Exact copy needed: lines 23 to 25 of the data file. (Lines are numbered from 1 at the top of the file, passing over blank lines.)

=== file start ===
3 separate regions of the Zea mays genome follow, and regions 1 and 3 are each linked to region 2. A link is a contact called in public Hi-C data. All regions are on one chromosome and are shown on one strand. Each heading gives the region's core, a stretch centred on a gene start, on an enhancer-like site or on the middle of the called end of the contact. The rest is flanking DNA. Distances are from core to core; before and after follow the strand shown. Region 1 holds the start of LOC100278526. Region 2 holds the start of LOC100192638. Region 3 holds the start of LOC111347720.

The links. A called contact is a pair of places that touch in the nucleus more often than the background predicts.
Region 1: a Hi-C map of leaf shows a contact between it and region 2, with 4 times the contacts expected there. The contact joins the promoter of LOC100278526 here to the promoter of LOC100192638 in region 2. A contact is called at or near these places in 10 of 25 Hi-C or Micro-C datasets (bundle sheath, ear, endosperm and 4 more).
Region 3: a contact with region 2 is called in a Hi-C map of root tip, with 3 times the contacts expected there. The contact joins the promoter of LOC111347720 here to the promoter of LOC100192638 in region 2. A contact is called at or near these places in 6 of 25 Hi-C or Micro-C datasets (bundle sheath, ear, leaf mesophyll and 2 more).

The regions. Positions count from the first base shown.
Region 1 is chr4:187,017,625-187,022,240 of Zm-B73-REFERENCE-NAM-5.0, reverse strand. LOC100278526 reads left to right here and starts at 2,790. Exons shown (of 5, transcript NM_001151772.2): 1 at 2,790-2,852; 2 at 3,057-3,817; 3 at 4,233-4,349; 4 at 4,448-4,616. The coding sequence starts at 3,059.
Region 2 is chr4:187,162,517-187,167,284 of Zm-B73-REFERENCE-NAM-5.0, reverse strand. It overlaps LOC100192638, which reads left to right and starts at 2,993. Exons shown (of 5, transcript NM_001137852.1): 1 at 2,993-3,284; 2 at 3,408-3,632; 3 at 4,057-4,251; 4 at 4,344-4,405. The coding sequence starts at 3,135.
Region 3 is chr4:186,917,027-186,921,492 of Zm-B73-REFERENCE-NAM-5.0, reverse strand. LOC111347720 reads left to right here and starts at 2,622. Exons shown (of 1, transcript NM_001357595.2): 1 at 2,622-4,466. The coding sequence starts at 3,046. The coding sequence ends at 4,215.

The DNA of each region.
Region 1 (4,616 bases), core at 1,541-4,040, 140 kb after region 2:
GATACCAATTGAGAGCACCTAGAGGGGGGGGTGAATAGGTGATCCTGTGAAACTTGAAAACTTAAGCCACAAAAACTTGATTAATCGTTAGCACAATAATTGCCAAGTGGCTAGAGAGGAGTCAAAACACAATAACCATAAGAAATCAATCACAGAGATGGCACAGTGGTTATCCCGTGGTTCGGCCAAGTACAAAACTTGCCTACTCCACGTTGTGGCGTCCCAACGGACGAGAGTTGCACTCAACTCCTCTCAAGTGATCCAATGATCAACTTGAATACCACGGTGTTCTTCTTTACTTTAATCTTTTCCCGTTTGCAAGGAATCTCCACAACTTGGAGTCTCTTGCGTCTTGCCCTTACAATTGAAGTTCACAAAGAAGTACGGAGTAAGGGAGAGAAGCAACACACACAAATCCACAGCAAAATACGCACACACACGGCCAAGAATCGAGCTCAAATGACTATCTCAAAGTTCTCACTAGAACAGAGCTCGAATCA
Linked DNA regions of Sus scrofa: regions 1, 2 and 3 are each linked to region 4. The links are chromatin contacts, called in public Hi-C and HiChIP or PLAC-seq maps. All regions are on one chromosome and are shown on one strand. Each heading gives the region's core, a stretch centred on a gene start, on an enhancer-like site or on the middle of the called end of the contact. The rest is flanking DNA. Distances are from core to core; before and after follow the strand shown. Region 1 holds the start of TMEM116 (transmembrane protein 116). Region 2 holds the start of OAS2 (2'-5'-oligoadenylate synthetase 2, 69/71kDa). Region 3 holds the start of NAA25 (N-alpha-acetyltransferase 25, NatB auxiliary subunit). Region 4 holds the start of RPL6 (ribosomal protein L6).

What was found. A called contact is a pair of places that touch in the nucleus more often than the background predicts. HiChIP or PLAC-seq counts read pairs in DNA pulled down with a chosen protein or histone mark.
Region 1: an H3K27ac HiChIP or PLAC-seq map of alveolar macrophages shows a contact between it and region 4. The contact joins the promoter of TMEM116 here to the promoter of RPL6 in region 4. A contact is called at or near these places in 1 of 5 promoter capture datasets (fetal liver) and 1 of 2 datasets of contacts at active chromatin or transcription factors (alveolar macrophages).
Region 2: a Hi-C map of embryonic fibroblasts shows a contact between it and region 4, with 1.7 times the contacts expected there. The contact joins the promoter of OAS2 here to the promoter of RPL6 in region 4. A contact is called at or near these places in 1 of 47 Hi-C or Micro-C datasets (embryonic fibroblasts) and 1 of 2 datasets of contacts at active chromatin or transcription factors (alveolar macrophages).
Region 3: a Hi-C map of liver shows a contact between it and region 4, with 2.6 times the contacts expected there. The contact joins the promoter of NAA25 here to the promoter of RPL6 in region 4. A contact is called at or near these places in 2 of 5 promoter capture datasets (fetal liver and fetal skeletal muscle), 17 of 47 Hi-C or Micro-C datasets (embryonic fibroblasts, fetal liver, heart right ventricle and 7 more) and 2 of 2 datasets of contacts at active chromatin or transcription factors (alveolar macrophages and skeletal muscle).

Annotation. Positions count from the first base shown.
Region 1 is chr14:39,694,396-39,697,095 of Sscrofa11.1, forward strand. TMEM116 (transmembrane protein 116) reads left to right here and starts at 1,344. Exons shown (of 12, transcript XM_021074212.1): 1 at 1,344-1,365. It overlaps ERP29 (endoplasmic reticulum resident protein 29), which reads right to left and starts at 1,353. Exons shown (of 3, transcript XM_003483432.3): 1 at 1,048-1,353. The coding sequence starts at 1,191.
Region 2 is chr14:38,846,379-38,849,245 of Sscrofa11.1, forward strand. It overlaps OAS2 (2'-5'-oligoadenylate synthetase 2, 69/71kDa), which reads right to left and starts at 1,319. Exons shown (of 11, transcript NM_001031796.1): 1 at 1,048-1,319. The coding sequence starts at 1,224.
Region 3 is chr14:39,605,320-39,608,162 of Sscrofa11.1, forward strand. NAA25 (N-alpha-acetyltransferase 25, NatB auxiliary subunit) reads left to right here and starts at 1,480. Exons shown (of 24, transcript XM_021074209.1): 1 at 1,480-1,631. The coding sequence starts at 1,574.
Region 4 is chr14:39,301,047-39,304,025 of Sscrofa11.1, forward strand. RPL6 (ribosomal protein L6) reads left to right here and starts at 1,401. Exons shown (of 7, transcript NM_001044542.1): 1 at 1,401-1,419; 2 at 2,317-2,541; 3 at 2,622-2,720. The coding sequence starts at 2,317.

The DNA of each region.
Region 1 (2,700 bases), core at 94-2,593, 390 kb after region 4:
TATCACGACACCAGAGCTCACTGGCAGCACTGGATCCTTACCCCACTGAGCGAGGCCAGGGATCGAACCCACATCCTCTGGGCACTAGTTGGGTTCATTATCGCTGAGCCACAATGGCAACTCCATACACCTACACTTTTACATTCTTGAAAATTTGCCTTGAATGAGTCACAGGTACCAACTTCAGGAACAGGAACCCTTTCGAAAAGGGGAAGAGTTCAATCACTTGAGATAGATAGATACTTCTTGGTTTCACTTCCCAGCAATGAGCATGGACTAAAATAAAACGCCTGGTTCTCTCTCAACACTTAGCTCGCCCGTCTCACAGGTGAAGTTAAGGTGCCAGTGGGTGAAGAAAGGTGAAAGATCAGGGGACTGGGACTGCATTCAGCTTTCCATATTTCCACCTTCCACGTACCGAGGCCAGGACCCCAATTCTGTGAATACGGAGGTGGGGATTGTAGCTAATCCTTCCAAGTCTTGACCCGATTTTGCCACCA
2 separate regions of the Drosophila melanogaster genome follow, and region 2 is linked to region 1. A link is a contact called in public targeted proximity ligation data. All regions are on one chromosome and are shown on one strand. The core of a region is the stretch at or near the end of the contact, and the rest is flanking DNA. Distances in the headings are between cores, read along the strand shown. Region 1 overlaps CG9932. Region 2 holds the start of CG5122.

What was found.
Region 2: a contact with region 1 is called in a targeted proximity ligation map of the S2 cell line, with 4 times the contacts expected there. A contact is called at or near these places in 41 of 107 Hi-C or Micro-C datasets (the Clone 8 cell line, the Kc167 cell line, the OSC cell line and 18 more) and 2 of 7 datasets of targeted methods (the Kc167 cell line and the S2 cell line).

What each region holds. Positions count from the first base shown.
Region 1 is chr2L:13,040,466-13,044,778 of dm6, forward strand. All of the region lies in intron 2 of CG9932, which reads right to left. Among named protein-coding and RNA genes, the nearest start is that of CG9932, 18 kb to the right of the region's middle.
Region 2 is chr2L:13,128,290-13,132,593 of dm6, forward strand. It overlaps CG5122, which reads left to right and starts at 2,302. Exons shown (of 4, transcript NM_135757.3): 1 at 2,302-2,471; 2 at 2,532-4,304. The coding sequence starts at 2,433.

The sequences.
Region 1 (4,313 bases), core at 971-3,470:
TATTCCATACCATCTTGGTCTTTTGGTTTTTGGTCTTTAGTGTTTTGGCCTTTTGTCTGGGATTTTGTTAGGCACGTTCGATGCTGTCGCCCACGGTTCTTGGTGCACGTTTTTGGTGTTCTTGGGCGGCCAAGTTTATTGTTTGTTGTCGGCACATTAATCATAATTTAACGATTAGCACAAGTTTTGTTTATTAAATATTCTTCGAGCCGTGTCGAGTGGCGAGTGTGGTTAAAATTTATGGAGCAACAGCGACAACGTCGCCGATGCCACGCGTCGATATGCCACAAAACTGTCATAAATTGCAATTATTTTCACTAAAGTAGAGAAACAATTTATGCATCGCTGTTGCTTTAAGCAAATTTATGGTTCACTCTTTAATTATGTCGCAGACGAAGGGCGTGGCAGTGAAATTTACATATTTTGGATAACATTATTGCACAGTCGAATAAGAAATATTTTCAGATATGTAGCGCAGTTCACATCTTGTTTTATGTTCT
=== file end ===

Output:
Region 1 (2,700 bases), core at 94-2,593, 390 kb after region 4:
TATCACGACACCAGAGCTCACTGGCAGCACTGGATCCTTACCCCACTGAGCGAGGCCAGGGATCGAACCCACATCCTCTGGGCACTAGTTGGGTTCATTATCGCTGAGCCACAATGGCAACTCCATACACCTACACTTTTACATTCTTGAAAATTTGCCTTGAATGAGTCACAGGTACCAACTTCAGGAACAGGAACCCTTTCGAAAAGGGGAAGAGTTCAATCACTTGAGATAGATAGATACTTCTTGGTTTCACTTCCCAGCAATGAGCATGGACTAAAATAAAACGCCTGGTTCTCTCTCAACACTTAGCTCGCCCGTCTCACAGGTGAAGTTAAGGTGCCAGTGGGTGAAGAAAGGTGAAAGATCAGGGGACTGGGACTGCATTCAGCTTTCCATATTTCCACCTTCCACGTACCGAGGCCAGGACCCCAATTCTGTGAATACGGAGGTGGGGATTGTAGCTAATCCTTCCAAGTCTTGACCCGATTTTGCCACCA
2 separate regions of the Drosophila melanogaster genome follow, and region 2 is linked to region 1. A link is a contact called in public targeted proximity ligation data. All regions are on one chromosome and are shown on one strand. The core of a region is the stretch at or near the end of the contact, and the rest is flanking DNA. Distances in the headings are between cores, read along the strand shown. Region 1 overlaps CG9932. Region 2 holds the start of CG5122.